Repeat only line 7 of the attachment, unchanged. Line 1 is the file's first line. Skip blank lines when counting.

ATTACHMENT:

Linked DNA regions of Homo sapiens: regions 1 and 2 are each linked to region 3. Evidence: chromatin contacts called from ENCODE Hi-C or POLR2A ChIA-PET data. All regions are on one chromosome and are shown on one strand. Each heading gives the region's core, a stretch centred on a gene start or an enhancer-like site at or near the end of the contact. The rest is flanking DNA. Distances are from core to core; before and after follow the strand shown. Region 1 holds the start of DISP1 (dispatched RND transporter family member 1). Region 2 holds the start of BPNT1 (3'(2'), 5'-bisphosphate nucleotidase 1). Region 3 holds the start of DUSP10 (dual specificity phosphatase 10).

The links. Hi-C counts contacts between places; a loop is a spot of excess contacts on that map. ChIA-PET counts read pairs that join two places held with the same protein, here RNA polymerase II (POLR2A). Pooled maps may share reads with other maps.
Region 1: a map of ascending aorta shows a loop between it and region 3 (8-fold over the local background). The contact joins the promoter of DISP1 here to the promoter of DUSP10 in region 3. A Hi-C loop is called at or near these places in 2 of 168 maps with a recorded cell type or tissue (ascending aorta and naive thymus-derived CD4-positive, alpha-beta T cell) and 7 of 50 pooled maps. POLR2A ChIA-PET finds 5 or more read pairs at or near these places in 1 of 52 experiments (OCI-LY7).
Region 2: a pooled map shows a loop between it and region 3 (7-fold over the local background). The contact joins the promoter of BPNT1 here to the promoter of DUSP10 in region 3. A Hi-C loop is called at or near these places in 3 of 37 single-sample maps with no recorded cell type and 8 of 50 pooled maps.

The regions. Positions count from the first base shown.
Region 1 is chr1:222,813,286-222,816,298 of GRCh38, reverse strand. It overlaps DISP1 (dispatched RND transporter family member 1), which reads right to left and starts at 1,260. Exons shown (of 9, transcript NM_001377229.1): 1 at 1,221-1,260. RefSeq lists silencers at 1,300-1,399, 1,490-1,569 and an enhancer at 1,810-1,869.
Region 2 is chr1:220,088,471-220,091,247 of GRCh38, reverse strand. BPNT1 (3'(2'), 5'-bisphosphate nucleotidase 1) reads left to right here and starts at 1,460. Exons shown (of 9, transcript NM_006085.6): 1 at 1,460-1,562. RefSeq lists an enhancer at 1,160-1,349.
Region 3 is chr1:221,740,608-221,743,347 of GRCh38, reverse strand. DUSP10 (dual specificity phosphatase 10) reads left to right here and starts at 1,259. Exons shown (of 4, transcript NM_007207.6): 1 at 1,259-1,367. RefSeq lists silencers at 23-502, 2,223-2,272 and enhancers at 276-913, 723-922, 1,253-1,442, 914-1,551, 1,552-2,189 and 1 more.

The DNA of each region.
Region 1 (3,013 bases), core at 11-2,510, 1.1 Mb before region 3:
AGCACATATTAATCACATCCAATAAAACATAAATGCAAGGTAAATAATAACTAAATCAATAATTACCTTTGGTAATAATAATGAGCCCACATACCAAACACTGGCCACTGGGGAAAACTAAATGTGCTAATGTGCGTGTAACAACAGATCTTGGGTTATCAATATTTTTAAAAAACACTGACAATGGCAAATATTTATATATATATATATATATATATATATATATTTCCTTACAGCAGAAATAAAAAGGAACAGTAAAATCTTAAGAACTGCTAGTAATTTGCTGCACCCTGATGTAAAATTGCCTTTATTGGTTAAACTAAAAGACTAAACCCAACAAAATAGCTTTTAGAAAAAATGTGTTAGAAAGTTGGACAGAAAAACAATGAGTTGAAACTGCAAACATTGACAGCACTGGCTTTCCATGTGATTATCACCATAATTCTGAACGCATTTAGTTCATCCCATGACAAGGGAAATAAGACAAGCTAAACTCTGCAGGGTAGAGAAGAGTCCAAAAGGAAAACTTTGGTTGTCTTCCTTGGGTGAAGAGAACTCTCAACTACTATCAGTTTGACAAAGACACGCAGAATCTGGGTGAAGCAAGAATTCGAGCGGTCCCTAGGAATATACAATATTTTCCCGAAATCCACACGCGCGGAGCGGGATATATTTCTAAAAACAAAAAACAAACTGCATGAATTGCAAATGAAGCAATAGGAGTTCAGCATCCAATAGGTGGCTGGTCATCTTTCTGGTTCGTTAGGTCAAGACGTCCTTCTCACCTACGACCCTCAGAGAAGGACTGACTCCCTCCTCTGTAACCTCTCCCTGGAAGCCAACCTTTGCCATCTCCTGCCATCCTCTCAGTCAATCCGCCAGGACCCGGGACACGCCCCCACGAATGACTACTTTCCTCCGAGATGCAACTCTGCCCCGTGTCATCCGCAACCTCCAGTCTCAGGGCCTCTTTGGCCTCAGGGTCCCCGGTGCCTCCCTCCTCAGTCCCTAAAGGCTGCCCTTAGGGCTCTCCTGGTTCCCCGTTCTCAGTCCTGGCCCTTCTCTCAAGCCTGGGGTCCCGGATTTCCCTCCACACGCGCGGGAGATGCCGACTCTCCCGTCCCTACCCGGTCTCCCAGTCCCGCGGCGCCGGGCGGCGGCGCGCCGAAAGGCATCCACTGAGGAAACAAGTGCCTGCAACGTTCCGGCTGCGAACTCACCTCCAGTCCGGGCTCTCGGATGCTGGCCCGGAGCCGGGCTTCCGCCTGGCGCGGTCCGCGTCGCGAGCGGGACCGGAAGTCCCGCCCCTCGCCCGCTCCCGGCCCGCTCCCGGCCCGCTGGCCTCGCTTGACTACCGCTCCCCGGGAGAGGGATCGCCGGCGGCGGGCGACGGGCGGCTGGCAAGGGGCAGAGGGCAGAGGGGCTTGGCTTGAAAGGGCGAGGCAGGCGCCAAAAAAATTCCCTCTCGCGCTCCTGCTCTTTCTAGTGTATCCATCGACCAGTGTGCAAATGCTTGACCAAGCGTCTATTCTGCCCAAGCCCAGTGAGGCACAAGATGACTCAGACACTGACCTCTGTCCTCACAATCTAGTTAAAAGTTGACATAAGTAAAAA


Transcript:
Region 2 is chr1:220,088,471-220,091,247 of GRCh38, reverse strand. BPNT1 (3'(2'), 5'-bisphosphate nucleotidase 1) reads left to right here and starts at 1,460. Exons shown (of 9, transcript NM_006085.6): 1 at 1,460-1,562. RefSeq lists an enhancer at 1,160-1,349.